Hospital 'Handoffs' Common Source of Medical Errors
Additional training, standardized process could prevent medical errors during care transition
TUESDAY, Dec. 20 (HealthDay News) -- Poor communication during hospital "handoffs," when patient care transitions from one physician or team of physicians to the next, may be responsible for many of the estimated 44,000 to 98,000 deaths that occur each year in U.S. hospitals due to medical errors, according to a study published in the December issue of Academic Medicine.
Richard M. Frankel, Ph.D., of the Indiana University School of Medicine in Indianapolis, and colleagues reviewed the literature on patient handoffs and evaluated the process at Indiana University School of Medicine. At the institution, house officers rotate through four hospitals, two of which use a computer-assisted patient handoff system and two of which use the standard pen-to-paper method.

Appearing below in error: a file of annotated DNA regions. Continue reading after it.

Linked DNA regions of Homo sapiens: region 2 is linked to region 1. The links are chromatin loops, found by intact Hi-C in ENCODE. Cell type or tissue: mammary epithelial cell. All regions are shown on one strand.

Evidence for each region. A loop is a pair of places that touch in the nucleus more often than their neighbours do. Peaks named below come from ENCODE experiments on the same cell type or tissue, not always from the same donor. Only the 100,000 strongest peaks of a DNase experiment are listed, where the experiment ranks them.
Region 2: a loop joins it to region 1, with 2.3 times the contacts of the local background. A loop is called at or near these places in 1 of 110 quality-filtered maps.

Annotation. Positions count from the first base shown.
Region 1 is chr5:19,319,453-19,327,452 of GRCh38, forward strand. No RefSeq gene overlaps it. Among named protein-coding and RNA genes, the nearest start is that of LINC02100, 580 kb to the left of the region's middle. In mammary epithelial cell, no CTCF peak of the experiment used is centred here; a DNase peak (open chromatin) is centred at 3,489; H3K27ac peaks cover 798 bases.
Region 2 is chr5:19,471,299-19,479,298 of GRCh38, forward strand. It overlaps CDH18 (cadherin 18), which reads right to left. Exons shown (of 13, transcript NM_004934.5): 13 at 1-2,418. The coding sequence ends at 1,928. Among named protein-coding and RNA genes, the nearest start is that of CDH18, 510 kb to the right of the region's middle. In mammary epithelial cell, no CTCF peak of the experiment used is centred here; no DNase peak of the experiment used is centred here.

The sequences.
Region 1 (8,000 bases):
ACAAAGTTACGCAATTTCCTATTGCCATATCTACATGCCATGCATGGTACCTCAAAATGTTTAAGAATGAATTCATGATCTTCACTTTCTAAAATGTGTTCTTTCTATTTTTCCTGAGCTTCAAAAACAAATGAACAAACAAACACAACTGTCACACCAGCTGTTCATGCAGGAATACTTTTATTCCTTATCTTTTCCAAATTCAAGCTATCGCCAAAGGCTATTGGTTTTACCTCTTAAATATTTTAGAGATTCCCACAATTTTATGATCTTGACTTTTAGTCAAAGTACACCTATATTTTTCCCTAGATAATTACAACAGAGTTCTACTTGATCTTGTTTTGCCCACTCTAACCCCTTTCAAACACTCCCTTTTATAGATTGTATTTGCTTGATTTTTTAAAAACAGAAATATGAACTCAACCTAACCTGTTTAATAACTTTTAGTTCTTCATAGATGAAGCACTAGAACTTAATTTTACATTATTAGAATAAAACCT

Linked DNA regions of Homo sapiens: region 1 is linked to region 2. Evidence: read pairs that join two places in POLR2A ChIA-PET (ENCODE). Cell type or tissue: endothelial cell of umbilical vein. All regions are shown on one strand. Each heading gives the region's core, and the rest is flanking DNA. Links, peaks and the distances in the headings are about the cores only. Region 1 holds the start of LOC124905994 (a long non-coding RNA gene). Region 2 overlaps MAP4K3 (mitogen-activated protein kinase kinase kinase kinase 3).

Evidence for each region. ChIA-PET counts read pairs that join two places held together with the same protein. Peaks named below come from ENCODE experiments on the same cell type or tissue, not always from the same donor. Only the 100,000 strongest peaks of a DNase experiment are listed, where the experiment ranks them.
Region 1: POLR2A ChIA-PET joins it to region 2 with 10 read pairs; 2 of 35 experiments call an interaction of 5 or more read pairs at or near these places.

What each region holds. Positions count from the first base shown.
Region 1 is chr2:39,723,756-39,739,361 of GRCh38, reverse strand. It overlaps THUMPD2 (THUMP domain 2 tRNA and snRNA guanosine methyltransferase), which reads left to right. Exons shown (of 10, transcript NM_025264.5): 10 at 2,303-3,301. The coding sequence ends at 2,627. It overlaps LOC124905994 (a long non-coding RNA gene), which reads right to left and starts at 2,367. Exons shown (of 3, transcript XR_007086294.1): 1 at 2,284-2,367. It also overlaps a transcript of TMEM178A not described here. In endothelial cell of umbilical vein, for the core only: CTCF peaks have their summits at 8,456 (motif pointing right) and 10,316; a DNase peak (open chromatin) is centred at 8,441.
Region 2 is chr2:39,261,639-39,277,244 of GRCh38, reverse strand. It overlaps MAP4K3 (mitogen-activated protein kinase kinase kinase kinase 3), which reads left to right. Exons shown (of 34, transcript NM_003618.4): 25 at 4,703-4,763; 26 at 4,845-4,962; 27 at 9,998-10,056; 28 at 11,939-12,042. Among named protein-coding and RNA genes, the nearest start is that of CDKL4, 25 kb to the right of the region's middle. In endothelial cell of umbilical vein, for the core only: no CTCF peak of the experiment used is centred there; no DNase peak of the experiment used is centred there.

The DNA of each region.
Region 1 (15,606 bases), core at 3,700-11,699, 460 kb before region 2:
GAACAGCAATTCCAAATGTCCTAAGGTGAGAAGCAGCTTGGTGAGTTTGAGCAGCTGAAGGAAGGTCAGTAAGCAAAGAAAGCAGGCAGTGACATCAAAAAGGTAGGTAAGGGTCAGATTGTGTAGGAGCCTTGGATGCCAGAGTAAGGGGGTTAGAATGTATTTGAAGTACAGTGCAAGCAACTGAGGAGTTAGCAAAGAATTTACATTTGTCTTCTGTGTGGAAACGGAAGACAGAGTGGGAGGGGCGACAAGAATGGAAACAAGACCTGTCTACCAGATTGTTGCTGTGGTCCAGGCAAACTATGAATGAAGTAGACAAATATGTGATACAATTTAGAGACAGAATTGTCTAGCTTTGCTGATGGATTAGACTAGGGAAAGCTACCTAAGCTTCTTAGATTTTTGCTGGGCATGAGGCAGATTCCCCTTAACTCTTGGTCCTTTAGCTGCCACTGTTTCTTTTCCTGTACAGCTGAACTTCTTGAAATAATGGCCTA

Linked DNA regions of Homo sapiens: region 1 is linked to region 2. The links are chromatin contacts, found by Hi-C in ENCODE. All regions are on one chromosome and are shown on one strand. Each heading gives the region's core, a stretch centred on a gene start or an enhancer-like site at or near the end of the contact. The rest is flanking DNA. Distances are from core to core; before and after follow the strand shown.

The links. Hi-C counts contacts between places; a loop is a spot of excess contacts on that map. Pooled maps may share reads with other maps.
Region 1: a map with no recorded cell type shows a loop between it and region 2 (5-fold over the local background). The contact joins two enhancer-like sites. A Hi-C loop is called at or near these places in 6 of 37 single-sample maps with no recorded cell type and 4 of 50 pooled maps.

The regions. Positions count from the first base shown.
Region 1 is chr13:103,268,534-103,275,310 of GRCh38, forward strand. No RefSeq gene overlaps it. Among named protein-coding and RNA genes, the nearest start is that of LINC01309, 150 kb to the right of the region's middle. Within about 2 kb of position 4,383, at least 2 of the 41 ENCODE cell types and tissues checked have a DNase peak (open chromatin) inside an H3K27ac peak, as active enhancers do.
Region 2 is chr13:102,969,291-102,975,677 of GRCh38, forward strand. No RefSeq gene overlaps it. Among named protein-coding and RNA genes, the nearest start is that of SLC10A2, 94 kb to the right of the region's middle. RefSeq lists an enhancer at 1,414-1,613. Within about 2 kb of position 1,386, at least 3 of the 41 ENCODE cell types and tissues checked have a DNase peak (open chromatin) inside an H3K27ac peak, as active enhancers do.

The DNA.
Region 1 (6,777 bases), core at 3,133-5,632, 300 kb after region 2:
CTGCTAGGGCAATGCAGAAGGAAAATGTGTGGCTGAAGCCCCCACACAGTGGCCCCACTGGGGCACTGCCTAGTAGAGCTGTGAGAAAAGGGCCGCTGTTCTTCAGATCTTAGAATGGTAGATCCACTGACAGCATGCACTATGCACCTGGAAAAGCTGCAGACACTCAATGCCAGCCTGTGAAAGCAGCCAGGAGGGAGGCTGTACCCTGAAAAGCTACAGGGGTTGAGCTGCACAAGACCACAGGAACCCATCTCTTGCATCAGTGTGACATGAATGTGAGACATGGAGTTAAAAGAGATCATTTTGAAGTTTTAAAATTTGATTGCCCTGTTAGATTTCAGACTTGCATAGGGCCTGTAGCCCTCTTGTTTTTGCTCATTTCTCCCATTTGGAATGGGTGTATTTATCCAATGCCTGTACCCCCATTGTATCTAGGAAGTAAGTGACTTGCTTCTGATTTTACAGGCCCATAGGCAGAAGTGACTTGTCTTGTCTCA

The researchers found considerable variation in the quality and content of handoffs. They identified four major barriers to effective handoffs: physical setting, social setting, language barriers and communication barriers.
"Irrespective of local context, precise, unambiguous, face-to-face communication is the best way to ensure effective handoffs of hospitalized patients," the authors conclude. "The handoff process must be standardized and students and residents must be taught the most effective, safe, satisfying and efficient ways to perform handoffs. Can we afford to spend the time, effort and dollars involved in additional training? We ask, can we afford not to?"